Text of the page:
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can anyone recommend a good place to get a tire patched?

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can anyone recommend a good place to get a tire patched?

Postby pattymcnutt » Sat Sep 22, 2007 10:21 am

One of my car tires has a slow leak and I need to take it in to get it repaired, so I am not having to put air in every 2 days! Can anyone recommend a reliable place to get this done? I have heard horror stories about some of the larger chain places.....
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Postby narcoleptish » Sat Sep 22, 2007 2:47 pm

You should be able to go to any local small garage for a tire patch. Do you know that it is leaking either from the tread area or the stem, those should be fixable. Leaking from the sidewall will probably require a new tire.

wayne's on cottage grove rd.
seversin's on fair oaks
monona motors on winnequah
pahl tire off the square
hansen's on park st.
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Postby Henry Vilas » Sat Sep 22, 2007 3:10 pm

Also Jensen's on Regent St. And I second Pahl's.
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Postby bassbari » Sat Sep 22, 2007 6:45 pm

Don the Muffler Man on Old Univ
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Postby Kenneth Burns » Mon Sep 24, 2007 3:30 pm

I'll second Seversin's.
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Postby lonesomejohnny » Mon Sep 24, 2007 5:33 pm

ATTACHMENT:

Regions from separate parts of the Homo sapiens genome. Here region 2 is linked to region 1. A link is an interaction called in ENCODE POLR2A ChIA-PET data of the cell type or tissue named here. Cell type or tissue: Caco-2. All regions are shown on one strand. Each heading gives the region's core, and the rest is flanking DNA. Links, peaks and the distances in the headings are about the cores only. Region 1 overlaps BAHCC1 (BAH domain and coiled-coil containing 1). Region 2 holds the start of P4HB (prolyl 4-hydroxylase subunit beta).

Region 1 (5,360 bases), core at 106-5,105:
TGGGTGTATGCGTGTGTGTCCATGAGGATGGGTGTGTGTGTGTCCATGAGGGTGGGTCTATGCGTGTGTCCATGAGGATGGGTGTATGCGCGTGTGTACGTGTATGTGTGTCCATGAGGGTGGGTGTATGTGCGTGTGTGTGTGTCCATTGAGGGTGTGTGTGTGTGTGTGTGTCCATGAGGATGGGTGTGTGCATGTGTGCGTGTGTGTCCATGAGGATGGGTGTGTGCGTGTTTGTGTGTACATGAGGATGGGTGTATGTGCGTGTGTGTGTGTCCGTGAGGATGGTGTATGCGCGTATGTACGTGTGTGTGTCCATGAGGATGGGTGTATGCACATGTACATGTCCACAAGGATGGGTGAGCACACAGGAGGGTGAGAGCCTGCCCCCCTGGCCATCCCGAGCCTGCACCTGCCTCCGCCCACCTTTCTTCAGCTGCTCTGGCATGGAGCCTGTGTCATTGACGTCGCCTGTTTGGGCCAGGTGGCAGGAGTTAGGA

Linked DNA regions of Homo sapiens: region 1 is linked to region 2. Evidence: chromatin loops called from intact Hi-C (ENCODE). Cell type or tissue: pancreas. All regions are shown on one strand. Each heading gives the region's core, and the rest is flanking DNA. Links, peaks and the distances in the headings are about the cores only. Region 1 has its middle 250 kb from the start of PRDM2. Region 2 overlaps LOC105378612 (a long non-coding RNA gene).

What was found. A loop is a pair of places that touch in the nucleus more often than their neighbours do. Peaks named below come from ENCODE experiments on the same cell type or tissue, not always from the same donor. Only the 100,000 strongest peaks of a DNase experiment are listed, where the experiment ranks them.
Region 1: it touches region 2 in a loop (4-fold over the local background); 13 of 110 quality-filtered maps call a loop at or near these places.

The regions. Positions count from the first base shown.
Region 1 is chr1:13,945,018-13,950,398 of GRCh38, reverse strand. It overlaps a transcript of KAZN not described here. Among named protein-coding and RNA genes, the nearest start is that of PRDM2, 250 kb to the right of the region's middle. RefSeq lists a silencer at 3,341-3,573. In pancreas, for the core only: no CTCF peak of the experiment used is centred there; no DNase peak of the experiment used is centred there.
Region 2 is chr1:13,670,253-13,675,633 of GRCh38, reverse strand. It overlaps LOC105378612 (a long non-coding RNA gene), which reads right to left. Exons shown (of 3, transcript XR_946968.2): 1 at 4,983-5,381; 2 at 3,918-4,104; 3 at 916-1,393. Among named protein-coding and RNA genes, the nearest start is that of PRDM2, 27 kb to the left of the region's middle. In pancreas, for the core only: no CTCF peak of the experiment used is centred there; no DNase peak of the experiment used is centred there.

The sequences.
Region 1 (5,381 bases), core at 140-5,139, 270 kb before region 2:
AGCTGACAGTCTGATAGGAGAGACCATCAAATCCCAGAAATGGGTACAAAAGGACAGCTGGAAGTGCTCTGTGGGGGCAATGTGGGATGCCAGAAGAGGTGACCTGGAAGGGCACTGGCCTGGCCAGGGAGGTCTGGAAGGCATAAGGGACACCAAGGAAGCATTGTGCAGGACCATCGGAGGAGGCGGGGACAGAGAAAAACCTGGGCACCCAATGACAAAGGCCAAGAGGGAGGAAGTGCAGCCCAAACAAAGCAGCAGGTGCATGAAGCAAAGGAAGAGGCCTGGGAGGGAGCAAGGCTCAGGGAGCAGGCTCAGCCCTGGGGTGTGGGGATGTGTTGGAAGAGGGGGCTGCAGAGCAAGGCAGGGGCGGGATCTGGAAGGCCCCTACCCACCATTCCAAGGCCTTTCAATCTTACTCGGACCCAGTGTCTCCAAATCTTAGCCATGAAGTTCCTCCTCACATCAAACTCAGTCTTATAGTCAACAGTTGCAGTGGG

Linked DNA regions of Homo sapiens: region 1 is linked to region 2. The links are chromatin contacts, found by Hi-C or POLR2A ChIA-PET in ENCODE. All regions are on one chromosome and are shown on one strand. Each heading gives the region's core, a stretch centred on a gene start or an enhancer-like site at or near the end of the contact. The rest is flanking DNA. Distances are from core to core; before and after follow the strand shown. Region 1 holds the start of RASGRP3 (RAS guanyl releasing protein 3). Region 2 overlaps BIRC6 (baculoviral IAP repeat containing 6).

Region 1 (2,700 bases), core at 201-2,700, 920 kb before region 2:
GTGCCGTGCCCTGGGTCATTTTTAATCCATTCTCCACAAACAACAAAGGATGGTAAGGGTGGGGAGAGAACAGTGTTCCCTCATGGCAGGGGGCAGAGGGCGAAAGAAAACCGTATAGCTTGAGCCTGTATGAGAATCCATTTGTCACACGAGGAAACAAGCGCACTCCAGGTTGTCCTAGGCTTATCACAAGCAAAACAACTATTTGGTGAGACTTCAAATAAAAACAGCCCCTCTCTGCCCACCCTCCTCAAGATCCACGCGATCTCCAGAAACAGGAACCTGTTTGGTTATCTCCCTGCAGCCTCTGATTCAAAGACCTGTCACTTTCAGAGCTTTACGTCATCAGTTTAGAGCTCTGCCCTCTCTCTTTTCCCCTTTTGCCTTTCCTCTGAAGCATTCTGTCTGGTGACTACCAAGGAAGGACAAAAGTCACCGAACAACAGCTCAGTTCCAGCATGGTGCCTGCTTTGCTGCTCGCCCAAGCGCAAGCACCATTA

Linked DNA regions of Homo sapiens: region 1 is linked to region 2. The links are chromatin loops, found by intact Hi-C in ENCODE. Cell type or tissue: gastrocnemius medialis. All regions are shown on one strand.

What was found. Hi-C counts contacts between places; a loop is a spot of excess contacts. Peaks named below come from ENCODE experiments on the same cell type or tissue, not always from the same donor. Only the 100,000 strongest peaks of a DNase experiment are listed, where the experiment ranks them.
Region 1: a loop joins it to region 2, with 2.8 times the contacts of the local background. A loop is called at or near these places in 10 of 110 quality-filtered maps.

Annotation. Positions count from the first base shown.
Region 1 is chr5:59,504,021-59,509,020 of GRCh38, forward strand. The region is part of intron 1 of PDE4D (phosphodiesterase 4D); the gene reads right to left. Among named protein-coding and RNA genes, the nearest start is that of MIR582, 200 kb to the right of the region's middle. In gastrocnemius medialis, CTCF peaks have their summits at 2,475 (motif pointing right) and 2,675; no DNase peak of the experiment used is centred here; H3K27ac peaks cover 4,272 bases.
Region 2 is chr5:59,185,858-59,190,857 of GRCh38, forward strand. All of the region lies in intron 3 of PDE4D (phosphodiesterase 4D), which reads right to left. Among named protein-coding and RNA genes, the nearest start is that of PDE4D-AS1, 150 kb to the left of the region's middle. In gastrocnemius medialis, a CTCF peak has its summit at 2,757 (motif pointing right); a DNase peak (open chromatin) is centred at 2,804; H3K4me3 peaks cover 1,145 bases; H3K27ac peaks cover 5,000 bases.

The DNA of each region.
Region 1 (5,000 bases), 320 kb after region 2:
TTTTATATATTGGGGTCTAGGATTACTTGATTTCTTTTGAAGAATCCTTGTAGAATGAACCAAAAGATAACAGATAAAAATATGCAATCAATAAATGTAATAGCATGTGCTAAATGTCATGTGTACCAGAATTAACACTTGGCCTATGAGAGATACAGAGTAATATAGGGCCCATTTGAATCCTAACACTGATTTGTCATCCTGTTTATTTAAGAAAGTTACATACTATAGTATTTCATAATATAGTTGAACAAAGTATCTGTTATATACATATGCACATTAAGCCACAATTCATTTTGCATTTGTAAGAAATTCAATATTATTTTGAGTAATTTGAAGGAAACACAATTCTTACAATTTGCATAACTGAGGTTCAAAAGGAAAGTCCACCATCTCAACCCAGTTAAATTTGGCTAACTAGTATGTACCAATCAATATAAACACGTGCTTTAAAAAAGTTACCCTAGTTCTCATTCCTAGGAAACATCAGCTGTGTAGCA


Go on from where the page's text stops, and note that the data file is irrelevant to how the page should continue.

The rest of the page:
If you're handy, it's really easy to patch a slow leak yourself, even if you're not handy.

Find the leak by pumping up the tire and pouring soapy water over it. The leak should produce a stream of soap bubbles. If the leak comes from the tread area, you can patch it. If it comes from the valve stem (check that, too) get a valve stem tool and tighten that (about a buck). If the leak comes from the sidewall you need a new tire, and if air leaks out around the bead of the tire where it meets the rim, you probably drove on the tire when it was flat, and you need a new one

Patch kits cost about $4, and include a rasp, a pincer looking thing, some sticky black rubber strips, and some rubber cement. Use the rasp to clean the hole and make it more uniform, then pour some rubber cement over the hole (for adhesion and lubrication!). Place the rubber strip in the gap in the pincer device so that it is centered (You may have to open the gap up with a screwdriver), and push the strip into the hole so that it folds over and both ends stick out a little (so that most of the patch is contained in the tire and the hole, and some of it sticks out). Try not to twist it while you're putting it in. Then pull the tool out so that the patch stays in. It may take a few tries. Cut off the excess and there you go.
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Postby Henry Vilas » Mon Sep 24, 2007 5:38 pm

Or you can pay the local garage to do it. Cost me about ten bucks the last time, although it's been a while.
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